How smart is today’s artificial intelligence?

The field of artificial intelligence is historically known for overpromising — decades of hyped results followed by harsh corrections in funding and expectations as researchers crash into major technological roadblocks. This time is different.

The past five years have seen a proper AI revolution, with big data and exponential advances in computer hardware making machine learning algorithms really useful on a really big scale.

The most lucrative applications are in digital ad targeting, but consumers are also benefiting from better search results, better recommendations on platforms like YouTube and Spotify, better traffic predictions, and voice assistants with near-perfect speech recognition. You can take a photo of a street sign in a foreign language and Google’s Translate app will instantly provide a translation. The future is here.

These advances have uprooted our assumptions about what computers can and cannot do. If they can learn from data, isn’t it just a matter of time before they surpass human performance on everything? Will we all lose our jobs? What if they turn on us?!

That conversation has ventured far beyond the state of the art. Not only are we a long way from general artificial intelligence, but there’s no clear path to that goal right now. Today’s slick AI applications are powered by a massive amount of custom engineering and data preparation in order to accomplish a single task. These algorithms are less an “artificial intelligence” than they are a powerful tool.

What areas of intelligence if any is AI better than humans?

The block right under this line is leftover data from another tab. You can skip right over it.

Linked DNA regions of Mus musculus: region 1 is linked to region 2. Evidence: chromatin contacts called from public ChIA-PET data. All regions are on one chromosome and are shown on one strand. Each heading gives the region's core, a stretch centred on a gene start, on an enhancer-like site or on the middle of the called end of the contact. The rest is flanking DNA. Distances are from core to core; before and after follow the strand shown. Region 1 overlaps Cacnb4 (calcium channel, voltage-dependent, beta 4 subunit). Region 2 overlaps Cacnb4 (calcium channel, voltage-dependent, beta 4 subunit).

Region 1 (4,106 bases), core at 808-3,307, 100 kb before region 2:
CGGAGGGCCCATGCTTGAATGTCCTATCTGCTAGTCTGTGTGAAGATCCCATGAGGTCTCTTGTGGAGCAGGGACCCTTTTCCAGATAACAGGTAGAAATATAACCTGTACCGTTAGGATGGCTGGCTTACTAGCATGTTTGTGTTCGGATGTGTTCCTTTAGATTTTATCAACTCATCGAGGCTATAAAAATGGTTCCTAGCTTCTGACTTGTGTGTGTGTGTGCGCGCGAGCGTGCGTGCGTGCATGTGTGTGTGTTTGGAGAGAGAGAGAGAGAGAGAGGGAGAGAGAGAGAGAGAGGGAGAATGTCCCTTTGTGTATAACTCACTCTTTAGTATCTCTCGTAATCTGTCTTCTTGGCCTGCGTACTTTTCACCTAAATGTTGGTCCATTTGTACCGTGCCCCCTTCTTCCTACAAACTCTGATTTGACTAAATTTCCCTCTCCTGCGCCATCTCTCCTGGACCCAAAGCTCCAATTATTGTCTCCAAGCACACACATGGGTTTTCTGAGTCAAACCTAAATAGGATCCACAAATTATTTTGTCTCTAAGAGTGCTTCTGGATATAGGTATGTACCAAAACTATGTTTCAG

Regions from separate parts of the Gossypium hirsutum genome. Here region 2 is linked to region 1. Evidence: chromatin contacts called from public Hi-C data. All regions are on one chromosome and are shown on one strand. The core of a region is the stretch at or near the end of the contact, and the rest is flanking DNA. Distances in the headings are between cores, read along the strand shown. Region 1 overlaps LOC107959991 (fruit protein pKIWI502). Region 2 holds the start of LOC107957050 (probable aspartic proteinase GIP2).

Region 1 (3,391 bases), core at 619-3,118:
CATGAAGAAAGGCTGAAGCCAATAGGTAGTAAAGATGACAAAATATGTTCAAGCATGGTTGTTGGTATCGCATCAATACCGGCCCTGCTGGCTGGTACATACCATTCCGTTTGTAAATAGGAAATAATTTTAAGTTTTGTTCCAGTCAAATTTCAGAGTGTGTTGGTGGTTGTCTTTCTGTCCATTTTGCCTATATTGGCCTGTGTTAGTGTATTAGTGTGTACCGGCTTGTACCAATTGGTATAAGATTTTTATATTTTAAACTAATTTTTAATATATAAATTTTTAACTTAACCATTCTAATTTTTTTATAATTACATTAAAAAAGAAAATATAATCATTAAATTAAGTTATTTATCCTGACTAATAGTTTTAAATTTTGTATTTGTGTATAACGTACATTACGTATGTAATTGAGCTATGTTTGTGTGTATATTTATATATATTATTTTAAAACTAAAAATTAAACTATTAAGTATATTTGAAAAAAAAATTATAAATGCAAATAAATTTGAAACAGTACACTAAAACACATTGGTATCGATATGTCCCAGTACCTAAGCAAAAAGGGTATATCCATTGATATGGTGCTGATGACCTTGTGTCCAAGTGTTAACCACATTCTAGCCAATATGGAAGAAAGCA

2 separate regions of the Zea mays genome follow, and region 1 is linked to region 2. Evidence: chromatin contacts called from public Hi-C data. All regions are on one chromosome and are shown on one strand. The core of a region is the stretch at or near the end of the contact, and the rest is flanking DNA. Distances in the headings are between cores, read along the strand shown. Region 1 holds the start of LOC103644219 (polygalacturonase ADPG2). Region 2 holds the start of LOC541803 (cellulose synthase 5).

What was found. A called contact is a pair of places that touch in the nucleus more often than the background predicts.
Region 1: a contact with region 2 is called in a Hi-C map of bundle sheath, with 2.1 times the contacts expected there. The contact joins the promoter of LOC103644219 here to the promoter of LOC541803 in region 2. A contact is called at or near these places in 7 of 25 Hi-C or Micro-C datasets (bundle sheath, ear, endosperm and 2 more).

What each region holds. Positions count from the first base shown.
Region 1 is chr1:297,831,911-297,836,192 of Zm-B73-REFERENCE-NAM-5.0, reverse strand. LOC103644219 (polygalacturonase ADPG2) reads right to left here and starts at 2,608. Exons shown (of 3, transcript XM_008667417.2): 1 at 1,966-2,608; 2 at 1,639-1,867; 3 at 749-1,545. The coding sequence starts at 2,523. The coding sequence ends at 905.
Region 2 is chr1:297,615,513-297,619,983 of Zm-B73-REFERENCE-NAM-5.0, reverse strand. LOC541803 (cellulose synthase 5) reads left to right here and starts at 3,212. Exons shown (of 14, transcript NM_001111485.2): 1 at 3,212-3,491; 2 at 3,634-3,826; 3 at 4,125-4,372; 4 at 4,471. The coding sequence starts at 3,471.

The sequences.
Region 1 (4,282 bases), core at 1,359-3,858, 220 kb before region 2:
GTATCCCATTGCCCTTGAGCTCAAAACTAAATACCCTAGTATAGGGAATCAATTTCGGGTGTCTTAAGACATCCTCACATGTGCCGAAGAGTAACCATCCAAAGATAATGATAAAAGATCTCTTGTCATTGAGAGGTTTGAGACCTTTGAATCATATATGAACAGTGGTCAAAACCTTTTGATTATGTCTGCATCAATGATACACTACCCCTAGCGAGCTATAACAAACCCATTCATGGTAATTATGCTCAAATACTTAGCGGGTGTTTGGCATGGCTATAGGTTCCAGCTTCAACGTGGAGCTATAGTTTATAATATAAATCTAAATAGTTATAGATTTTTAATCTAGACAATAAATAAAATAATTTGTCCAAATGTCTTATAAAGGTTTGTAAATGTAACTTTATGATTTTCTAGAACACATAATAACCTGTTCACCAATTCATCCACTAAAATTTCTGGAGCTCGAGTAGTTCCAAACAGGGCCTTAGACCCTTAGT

A.I is better at humans in areas which can be highly formalized and computational power is important. Games are one big area.

  • Checkers, Computers have calculated the optimal strategy for checkers. They can be programmed to be literally impossible to beat.
  • Chess, Deep Blue beat Garry Kasparov in 1997 and has only gotten better since then. Currently state of the art systems can easily beat any human.
  • Go, Alpha Go beat Lee Sedol last year (Go is much harder than Chess for A.I). While there are arguably a few humans who could be better at Go than Lee it is at the very least better than 99.9% of humans. Within a few years I am sure it will be unquestionably better than any human.
  • Certain medical diagnostics. A.I is a long way away from replacing doctors but systems have been trained to interpret things like x-rays or blood tests and some have early promise of being more accurate than humans.
  • Microsoft recently announced they built a machine that was better than humans (at least according to their metrics) at recognizing speech (Microsoft built technology that’s better than a human at understanding a conversation)
  • Lots of things. New state of the art techniques are being produced every day which push the boundaries for all kinds of tasks. But A.I still lags behind in terms of generality.

At the current rate where will it be in 10 years?

Hard to say. It depends what kind of breakthroughs are made and how hard the challenges turn out to be. It also matters if processors keep improving or hit a barrier (possibly caused by the size of atoms making it hard to shrink transistors).

I suspect in 10 years the following problems will probably be solved

  • Drive a car in standard conditions (eg not off-road) better than the vast majority of humans.
  • Transcribe speech to text better than humans
  • Recognize faces better than humans
  • Generate more human like speech, but probably without understanding it.


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